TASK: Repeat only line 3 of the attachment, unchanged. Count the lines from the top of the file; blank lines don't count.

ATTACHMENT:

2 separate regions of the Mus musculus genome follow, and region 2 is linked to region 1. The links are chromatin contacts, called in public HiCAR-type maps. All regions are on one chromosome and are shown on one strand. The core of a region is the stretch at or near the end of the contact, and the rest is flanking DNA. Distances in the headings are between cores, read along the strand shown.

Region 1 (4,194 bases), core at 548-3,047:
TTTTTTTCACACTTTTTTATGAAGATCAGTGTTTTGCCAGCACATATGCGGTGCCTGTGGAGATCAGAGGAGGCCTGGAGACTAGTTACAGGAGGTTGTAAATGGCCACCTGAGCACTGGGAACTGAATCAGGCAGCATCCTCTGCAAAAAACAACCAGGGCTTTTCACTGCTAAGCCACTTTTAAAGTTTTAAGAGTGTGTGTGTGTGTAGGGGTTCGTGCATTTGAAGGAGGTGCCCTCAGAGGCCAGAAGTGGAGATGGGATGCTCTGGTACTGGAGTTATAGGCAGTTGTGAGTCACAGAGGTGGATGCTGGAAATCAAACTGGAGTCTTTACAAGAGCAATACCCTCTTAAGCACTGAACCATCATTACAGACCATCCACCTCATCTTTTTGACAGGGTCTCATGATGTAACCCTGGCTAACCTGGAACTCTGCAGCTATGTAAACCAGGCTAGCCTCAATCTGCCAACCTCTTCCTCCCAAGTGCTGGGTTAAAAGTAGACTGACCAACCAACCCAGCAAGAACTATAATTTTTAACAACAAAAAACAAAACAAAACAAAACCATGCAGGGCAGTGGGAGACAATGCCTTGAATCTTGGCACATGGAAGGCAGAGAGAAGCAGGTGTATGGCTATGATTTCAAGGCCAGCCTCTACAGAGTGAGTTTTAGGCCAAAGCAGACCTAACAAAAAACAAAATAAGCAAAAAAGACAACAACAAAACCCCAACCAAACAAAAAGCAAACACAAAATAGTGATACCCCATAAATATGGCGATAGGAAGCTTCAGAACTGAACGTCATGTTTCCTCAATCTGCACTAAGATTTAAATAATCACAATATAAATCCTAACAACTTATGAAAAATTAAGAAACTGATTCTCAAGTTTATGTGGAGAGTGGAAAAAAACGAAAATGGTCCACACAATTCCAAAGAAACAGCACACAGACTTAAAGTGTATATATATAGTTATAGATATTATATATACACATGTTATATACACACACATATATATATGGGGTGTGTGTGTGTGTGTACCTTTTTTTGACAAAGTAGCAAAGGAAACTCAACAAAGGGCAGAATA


TTTTTTTCACACTTTTTTATGAAGATCAGTGTTTTGCCAGCACATATGCGGTGCCTGTGGAGATCAGAGGAGGCCTGGAGACTAGTTACAGGAGGTTGTAAATGGCCACCTGAGCACTGGGAACTGAATCAGGCAGCATCCTCTGCAAAAAACAACCAGGGCTTTTCACTGCTAAGCCACTTTTAAAGTTTTAAGAGTGTGTGTGTGTGTAGGGGTTCGTGCATTTGAAGGAGGTGCCCTCAGAGGCCAGAAGTGGAGATGGGATGCTCTGGTACTGGAGTTATAGGCAGTTGTGAGTCACAGAGGTGGATGCTGGAAATCAAACTGGAGTCTTTACAAGAGCAATACCCTCTTAAGCACTGAACCATCATTACAGACCATCCACCTCATCTTTTTGACAGGGTCTCATGATGTAACCCTGGCTAACCTGGAACTCTGCAGCTATGTAAACCAGGCTAGCCTCAATCTGCCAACCTCTTCCTCCCAAGTGCTGGGTTAAAAGTAGACTGACCAACCAACCCAGCAAGAACTATAATTTTTAACAACAAAAAACAAAACAAAACAAAACCATGCAGGGCAGTGGGAGACAATGCCTTGAATCTTGGCACATGGAAGGCAGAGAGAAGCAGGTGTATGGCTATGATTTCAAGGCCAGCCTCTACAGAGTGAGTTTTAGGCCAAAGCAGACCTAACAAAAAACAAAATAAGCAAAAAAGACAACAACAAAACCCCAACCAAACAAAAAGCAAACACAAAATAGTGATACCCCATAAATATGGCGATAGGAAGCTTCAGAACTGAACGTCATGTTTCCTCAATCTGCACTAAGATTTAAATAATCACAATATAAATCCTAACAACTTATGAAAAATTAAGAAACTGATTCTCAAGTTTATGTGGAGAGTGGAAAAAAACGAAAATGGTCCACACAATTCCAAAGAAACAGCACACAGACTTAAAGTGTATATATATAGTTATAGATATTATATATACACATGTTATATACACACACATATATATATGGGGTGTGTGTGTGTGTGTACCTTTTTTTGACAAAGTAGCAAAGGAAACTCAACAAAGGGCAGAATA